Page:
'What we learned': Red Sox' 5-2 win over Indians
By Nick Friar
Three things we learned from the Boston Red Sox' 5-2 win over the Cleveland Indians on Sunday. . .
1) David Ortiz will continue to surprise everyone
Sunday won’t be remembered as one of Ortiz’s biggest games, or even crack his top-10.
One bounce could’ve changed that forever.
Had Ortiz’s second ground rule double stayed in play - instead of bouncing just over the wall to the right of the 420 mark in right center - it looked like he would have completed the cycle with the triple.
But it didn’t happen, and he doesn’t seem fazed by it.
“Sometimes things happen for a reason,” Ortiz said addressing the near triple. “The way things are going right now . . . it’s not easy for a guy like me to hit a triple.”
Ortiz admitted he started to think about the cycle -- at the last possible minute.
“When I was rounding first base [after the hit] I was thinking about it, but as the ball bounced [I] kind of slowed down . . . I wasn’t aware of it until I was going around first base and I saw everybody going crazy and then I kind of heard I needed a triple for the cycle.”
After coming up short on the cycle and being stranded on second at the end of the frame, Ortiz walked off to standing ovation from the Fenway Faithful.
And it won’t be the last time he does that either.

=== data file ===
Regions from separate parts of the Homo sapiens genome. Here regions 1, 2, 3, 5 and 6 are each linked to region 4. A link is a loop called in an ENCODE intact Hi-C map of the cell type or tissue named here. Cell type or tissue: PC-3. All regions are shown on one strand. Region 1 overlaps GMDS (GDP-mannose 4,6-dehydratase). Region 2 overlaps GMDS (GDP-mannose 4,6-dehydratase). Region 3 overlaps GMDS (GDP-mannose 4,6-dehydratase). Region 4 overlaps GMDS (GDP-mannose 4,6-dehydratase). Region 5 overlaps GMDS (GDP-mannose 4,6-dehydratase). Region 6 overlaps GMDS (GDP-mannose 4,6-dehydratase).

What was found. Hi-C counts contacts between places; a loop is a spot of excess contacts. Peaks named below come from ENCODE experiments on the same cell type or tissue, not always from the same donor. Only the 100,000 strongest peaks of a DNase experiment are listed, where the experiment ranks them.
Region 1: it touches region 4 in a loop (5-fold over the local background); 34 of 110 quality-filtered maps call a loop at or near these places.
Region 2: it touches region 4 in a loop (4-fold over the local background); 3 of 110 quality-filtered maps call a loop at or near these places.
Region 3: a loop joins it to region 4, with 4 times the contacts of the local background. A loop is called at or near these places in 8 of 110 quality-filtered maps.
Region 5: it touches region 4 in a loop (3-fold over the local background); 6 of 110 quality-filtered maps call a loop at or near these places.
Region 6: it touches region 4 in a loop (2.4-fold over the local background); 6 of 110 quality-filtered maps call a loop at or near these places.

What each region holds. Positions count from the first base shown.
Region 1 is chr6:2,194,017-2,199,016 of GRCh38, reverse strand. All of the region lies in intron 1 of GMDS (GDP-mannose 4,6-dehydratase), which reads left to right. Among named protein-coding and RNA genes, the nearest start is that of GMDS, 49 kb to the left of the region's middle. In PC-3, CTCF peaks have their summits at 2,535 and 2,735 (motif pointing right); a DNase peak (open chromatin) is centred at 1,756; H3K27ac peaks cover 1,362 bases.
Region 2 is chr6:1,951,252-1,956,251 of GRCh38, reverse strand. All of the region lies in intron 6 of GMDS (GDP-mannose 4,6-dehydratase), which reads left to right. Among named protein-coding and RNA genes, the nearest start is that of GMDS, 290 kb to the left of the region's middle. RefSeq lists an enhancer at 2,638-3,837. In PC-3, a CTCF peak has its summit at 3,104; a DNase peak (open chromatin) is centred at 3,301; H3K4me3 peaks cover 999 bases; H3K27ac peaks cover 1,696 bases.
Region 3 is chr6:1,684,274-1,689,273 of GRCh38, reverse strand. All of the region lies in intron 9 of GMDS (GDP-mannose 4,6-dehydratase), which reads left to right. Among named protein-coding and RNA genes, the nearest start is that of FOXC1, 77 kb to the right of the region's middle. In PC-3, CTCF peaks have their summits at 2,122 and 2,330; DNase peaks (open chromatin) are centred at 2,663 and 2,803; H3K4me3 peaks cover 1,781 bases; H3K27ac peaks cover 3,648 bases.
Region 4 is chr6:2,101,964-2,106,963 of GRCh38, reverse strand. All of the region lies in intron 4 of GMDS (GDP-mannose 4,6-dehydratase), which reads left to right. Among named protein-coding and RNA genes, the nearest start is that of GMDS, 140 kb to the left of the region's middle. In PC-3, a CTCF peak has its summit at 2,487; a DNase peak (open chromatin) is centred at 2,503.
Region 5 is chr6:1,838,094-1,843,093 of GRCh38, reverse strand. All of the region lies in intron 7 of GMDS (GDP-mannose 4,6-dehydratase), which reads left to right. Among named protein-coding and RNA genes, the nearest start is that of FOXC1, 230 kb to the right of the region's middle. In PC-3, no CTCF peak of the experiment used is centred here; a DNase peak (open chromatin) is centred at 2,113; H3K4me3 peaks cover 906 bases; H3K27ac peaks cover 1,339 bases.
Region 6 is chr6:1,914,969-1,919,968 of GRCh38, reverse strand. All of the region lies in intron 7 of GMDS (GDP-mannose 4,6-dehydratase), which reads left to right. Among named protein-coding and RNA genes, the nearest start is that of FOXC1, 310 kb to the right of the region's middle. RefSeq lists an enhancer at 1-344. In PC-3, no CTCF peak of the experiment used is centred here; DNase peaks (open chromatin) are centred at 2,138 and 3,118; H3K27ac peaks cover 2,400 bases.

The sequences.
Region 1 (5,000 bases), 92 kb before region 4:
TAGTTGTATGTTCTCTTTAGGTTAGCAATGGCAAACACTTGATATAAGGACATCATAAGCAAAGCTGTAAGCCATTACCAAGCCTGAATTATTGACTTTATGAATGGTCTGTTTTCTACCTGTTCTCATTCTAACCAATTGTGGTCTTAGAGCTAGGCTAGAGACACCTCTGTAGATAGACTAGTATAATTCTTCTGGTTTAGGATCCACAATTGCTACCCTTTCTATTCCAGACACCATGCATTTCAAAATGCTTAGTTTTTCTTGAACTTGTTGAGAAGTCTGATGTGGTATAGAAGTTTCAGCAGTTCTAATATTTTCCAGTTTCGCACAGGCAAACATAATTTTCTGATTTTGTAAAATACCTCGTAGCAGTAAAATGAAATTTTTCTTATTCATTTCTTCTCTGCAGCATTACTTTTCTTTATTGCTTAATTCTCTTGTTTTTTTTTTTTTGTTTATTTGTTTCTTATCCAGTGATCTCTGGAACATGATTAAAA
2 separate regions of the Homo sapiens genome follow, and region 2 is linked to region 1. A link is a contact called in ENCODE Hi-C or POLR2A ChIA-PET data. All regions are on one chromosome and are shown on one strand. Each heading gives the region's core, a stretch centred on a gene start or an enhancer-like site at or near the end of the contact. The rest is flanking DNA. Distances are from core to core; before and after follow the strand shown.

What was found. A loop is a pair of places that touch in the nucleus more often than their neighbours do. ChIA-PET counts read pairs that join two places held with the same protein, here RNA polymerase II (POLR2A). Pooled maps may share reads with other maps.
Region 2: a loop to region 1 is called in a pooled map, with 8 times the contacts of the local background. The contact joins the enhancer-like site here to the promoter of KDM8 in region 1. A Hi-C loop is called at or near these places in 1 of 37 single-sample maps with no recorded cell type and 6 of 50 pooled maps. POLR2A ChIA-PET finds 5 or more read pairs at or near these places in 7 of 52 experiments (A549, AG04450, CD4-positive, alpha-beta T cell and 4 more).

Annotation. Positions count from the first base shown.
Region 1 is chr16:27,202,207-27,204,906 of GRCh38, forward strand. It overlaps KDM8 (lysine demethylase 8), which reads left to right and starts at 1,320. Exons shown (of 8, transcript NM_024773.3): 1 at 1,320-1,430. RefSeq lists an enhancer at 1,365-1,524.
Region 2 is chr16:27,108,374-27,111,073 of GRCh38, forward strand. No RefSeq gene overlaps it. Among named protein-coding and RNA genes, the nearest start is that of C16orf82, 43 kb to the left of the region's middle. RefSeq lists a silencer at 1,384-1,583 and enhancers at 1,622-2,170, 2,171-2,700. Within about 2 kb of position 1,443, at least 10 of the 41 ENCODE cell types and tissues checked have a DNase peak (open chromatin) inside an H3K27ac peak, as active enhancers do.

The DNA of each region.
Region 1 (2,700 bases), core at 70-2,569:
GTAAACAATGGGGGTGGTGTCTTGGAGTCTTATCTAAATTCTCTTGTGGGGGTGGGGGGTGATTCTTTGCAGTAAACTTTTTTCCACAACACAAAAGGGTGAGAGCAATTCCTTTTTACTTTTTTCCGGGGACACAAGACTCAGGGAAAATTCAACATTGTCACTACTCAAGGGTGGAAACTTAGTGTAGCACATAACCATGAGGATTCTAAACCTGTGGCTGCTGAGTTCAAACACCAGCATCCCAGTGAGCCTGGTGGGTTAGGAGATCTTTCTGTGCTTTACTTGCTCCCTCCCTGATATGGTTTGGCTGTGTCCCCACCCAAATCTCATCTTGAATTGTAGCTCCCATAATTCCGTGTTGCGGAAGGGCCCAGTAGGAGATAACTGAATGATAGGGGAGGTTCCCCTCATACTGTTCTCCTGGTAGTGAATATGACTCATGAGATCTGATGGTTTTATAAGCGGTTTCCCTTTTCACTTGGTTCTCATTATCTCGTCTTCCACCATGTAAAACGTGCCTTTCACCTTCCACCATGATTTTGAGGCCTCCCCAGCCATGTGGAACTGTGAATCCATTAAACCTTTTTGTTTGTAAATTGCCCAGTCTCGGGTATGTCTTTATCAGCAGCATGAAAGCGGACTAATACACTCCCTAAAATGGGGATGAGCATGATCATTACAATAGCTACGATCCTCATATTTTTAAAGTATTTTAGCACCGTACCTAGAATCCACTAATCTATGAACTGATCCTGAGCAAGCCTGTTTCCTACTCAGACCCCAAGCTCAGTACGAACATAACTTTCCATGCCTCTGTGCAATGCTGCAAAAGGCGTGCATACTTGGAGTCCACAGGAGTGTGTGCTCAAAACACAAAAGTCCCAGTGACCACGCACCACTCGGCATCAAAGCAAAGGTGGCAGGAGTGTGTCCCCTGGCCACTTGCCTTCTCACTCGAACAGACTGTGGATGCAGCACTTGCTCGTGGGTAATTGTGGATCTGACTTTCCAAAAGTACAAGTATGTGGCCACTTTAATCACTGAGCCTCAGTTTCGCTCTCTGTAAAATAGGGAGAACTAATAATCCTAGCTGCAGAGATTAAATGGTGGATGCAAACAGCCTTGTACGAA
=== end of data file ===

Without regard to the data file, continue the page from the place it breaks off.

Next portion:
2) Xander Bogaerts looks like the hottest hitter on the team at the moment
Now 29-72 during his 16-game hitting streak, Bogaerts is still not the bat being talked about in Boston’s lineup.
With the theatrics and nostalgia surrounding David Ortiz, and Jackie Bradley Jr. possessing a hitting streak 11 games longer, Boston’s shortstop isn’t the number one worry on opposing pitchers' minds.
But he should be.
Although he doesn’t possess the same power as Ortiz or Mookie Betts, Bogaerts often works as the catalyst of the lineup, especially with Ortiz continuously driving him in.
“He’s all over the baseball. He fights off tough pitches for the RBI bloop-single into right field. He gets a changeup up in the strike zone where he pulled his hands in great. He’s got such great hands. As much as we talk about Mookie [Betts’] hands, [Bogaerts] is in the same category.”
3) When things are rolling, Craig Kimbrel’s dominance flies completely under the radar
With the sun out in the final game against Cleveland, it only seemed fitting for the Red Sox to bring the guns out.
Both Matt Barnes and Craig Kimbrel were pumping fastballs in at 100 mph, giving Cleveland hitters little time to react.
Kimbrel quietly put together a stretch holding opposing hitters to a .034 batting average in his last 10 appearances, completing 7-7 save opportunities.
He’s seen his ERA plummet from 5.00 before his hot run to 2.37 after Sunday’s save.
While it may have seemed that Kimbrel was turning into a huge mistake in April, he’s proving to Boston fans that he’s not only worth the money, but still the game’s best closer.